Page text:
If you’re in a hot country you might want to cool your Whisky down, but it is far better to try and store it in a cool place and whip it out at the last moment than to try and crash the temperature using ice.
Ice will obliterate some of the malt’s flavour notes, and therefore change the drink you have chosen…so favour cellars and cupboards over freezers. You could always mellow a peated Whisky using ice, but why would you do such a thing?
The same goes for heating Whisky but if you’re sipping a dram in the North Pole then a quick flash on the stove will release some of the flavours that may have seized up in the cold. Plus, you will be in dire need of a hot toddy.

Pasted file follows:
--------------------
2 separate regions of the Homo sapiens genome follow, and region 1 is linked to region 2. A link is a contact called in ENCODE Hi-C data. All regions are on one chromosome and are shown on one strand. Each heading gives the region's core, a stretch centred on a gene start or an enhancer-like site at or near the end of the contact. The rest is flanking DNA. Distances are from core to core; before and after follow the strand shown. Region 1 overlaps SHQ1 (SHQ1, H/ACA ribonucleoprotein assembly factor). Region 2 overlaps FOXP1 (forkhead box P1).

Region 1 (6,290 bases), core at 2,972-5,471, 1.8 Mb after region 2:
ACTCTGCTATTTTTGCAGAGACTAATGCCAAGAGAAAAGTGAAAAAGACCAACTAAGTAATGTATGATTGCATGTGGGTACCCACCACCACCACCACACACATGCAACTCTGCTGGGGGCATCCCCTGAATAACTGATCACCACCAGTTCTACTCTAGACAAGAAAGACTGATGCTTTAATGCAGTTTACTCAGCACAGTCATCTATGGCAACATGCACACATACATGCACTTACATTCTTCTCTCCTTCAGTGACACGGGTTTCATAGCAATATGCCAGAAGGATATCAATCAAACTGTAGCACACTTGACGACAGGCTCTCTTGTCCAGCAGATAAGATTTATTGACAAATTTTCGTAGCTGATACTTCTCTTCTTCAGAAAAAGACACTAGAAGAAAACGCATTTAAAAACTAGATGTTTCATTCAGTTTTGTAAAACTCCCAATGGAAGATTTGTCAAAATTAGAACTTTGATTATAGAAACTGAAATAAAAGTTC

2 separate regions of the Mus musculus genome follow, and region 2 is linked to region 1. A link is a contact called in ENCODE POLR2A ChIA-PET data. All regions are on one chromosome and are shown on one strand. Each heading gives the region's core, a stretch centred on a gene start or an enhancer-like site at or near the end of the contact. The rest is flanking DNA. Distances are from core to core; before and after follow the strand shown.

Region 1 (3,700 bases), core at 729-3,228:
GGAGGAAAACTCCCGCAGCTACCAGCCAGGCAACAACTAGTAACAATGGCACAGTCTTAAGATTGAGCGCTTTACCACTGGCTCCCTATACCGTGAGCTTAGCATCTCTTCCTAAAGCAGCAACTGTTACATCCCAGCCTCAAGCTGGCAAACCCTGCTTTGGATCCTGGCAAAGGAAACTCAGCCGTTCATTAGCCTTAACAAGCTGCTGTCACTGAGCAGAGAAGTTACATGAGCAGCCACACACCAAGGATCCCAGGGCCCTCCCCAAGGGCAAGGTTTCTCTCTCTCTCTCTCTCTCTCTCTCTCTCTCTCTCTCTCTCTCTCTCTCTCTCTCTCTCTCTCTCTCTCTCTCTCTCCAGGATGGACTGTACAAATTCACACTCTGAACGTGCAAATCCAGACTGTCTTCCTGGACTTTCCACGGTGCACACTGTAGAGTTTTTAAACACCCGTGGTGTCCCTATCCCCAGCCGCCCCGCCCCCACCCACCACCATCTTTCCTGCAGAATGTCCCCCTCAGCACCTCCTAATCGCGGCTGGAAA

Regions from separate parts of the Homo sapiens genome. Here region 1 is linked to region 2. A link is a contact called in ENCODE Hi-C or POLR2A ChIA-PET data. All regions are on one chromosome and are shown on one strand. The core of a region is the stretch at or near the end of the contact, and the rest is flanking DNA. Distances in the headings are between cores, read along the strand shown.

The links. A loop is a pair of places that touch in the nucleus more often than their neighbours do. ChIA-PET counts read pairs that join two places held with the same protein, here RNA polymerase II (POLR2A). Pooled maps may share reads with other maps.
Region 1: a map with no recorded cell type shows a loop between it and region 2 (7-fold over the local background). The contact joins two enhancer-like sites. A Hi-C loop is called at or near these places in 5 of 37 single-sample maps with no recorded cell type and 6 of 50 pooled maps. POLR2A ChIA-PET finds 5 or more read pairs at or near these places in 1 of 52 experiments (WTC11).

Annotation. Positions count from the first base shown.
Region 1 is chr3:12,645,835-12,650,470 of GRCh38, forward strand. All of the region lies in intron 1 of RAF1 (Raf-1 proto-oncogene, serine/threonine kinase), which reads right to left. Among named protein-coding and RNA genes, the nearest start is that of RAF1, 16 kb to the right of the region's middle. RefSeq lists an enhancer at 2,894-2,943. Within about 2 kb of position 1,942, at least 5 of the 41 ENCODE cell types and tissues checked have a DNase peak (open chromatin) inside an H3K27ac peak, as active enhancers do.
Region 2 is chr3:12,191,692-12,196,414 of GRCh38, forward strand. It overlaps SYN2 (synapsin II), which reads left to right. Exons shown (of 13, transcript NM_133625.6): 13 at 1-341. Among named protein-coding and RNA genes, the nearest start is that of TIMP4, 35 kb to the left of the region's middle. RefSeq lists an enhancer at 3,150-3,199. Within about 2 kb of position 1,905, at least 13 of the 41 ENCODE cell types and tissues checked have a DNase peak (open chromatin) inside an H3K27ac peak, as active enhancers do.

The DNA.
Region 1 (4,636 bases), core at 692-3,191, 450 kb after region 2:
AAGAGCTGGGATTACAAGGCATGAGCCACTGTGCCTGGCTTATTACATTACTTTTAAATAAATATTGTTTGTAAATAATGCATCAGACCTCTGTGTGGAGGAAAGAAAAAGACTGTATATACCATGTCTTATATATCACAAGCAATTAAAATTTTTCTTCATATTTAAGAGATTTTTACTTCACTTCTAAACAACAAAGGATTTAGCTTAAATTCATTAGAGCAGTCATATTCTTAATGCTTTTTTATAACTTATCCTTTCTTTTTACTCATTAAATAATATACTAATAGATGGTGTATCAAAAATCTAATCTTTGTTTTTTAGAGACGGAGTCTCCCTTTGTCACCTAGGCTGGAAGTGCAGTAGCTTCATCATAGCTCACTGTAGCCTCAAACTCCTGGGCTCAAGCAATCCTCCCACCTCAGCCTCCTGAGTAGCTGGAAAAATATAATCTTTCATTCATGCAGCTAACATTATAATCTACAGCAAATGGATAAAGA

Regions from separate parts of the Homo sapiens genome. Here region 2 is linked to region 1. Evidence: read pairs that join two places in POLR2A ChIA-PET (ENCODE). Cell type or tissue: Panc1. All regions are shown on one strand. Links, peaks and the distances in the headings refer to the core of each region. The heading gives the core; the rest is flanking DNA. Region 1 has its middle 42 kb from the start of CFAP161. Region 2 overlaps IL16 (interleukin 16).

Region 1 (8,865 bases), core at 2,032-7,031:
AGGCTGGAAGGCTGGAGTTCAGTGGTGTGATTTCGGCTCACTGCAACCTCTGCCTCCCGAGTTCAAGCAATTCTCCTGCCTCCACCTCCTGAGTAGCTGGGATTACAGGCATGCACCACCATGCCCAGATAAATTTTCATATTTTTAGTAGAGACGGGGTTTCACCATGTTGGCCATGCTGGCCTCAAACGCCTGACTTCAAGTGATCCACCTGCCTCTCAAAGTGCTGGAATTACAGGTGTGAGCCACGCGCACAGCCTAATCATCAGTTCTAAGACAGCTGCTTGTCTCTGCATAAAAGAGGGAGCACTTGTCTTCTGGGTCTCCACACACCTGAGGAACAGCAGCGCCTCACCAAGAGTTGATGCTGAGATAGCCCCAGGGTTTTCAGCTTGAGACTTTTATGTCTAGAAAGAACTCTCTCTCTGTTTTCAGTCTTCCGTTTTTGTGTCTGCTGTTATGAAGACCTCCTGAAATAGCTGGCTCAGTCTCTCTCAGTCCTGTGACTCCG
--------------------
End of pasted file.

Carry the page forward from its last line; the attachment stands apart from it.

If you’re experimenting with various Whisky origins, you will tend to find Irish malts a delicate pre-drink to Islay Scotch, for example. Save the big punches for the final round.
There is some preference towards tulip shaped glasses that concentrate Whisky aroma towards your nose and work really nice for swirling.
Glencairn glass for instance, is popular among single malt connoisseurs who drink Whisky neat or with a drop of water.
The shape and quality of the glass make some difference, but at the end of the day, the real business has happened in the barrel, so don't make too big of a deal about the glass.
The crafted complexity of Whisky production renders Whisky drinking a simple pleasure.